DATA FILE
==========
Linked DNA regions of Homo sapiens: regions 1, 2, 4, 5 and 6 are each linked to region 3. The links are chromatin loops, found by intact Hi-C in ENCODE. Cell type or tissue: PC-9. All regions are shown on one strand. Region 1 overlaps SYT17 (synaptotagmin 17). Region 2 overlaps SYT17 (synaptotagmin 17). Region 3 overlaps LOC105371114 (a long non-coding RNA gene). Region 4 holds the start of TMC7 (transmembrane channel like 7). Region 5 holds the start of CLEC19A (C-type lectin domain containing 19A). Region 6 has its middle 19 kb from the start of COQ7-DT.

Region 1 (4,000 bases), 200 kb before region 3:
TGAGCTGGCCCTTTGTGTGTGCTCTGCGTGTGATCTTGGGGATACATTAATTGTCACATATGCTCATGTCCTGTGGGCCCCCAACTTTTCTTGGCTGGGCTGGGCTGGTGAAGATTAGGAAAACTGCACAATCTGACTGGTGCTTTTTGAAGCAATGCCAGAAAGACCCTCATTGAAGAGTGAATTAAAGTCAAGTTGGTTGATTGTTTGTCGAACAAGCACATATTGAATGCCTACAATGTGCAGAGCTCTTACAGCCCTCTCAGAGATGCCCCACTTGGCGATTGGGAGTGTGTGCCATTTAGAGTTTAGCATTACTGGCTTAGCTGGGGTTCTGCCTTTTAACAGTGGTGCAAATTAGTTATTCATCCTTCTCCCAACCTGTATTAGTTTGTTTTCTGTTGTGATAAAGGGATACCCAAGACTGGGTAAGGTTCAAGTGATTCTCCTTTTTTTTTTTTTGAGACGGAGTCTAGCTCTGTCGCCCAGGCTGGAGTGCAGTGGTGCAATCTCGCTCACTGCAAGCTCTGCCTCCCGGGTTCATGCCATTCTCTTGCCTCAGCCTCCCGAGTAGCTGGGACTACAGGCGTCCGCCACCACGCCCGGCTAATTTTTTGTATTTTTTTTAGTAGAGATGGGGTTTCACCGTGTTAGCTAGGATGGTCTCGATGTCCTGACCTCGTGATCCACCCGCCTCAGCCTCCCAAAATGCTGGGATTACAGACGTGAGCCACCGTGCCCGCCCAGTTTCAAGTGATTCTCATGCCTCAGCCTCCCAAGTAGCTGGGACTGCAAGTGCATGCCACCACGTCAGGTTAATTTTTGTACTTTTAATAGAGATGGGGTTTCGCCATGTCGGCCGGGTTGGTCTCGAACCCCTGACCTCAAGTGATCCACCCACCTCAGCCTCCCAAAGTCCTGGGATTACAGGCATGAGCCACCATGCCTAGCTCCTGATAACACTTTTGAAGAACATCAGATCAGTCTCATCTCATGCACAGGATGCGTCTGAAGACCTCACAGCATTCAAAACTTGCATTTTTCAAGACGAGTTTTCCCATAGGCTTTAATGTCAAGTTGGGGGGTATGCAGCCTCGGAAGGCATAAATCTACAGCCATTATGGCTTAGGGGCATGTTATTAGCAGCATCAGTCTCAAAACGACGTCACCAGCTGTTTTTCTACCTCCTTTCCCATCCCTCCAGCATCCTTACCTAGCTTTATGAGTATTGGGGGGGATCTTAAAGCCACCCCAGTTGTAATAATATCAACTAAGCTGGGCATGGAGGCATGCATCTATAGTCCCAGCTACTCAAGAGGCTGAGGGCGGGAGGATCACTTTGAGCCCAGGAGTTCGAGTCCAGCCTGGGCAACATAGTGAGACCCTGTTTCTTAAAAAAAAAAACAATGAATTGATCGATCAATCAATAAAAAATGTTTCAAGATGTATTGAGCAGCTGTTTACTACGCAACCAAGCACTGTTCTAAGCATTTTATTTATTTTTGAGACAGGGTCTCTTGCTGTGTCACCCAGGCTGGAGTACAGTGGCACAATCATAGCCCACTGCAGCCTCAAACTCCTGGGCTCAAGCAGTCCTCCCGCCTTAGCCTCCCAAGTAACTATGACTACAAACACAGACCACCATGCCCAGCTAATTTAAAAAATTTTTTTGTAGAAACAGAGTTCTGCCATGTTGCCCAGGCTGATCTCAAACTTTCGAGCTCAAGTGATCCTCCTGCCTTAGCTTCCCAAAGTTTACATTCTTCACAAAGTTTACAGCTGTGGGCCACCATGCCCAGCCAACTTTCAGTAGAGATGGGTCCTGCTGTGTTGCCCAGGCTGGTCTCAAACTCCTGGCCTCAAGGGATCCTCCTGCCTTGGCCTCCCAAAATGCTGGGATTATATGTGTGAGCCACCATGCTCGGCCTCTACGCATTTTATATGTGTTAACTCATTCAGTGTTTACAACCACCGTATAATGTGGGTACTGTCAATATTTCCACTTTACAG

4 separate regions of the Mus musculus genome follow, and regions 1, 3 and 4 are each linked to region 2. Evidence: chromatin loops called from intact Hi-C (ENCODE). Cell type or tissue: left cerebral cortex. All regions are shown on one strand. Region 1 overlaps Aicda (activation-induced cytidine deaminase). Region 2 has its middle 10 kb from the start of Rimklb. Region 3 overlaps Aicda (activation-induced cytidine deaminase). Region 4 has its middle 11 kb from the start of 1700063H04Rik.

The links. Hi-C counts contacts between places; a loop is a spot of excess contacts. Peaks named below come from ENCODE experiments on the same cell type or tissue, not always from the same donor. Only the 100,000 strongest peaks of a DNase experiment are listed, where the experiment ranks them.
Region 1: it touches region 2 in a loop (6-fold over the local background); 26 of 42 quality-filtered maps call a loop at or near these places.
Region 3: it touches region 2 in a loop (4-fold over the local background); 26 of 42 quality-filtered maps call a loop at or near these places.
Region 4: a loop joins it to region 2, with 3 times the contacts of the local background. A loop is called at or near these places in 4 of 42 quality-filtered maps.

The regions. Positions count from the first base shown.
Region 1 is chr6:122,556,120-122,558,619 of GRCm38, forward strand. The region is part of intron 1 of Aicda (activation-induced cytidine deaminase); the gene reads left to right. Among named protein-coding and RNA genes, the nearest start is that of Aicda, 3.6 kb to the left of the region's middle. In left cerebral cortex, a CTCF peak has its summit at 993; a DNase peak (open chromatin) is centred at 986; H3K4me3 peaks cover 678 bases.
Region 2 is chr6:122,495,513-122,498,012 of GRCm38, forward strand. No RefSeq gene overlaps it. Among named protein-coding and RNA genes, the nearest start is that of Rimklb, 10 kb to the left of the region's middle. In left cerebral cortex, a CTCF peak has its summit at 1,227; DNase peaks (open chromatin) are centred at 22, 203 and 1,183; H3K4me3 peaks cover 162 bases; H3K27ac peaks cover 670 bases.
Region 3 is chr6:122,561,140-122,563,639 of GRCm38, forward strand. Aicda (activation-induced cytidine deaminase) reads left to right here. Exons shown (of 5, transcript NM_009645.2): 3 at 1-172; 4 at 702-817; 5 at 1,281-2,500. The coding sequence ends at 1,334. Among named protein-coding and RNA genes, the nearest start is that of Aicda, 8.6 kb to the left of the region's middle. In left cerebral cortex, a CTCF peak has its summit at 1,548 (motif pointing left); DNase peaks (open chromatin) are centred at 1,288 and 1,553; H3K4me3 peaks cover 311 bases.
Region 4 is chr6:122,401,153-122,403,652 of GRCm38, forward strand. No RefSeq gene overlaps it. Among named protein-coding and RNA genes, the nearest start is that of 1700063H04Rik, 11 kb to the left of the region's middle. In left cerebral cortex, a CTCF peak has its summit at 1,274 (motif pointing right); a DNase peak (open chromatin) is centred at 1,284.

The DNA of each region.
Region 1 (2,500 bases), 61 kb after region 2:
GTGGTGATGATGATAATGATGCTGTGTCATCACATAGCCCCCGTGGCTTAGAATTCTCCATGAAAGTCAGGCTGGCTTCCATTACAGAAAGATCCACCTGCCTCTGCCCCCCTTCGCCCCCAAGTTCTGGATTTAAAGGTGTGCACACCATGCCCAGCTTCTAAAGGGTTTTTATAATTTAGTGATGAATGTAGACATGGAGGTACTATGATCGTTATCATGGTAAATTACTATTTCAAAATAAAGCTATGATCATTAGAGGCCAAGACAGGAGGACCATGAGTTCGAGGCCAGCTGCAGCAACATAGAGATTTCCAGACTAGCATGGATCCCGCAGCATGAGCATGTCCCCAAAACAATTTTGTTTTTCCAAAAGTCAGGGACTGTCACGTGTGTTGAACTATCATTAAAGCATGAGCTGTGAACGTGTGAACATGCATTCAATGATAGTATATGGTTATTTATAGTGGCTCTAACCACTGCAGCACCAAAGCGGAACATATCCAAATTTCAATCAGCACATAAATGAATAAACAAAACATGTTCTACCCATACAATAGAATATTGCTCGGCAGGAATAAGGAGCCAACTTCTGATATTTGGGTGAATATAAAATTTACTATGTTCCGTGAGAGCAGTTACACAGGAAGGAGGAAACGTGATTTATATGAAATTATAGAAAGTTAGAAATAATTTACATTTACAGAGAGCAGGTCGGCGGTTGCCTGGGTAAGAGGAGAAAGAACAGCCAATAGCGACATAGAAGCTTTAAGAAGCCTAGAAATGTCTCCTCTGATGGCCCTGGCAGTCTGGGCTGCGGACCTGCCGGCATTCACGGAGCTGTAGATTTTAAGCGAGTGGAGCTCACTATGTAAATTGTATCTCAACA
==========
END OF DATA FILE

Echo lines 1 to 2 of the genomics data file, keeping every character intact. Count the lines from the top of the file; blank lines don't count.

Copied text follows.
Linked DNA regions of Homo sapiens: regions 1, 2, 4, 5 and 6 are each linked to region 3. The links are chromatin loops, found by intact Hi-C in ENCODE. Cell type or tissue: PC-9. All regions are shown on one strand. Region 1 overlaps SYT17 (synaptotagmin 17). Region 2 overlaps SYT17 (synaptotagmin 17). Region 3 overlaps LOC105371114 (a long non-coding RNA gene). Region 4 holds the start of TMC7 (transmembrane channel like 7). Region 5 holds the start of CLEC19A (C-type lectin domain containing 19A). Region 6 has its middle 19 kb from the start of COQ7-DT.

Region 1 (4,000 bases), 200 kb before region 3: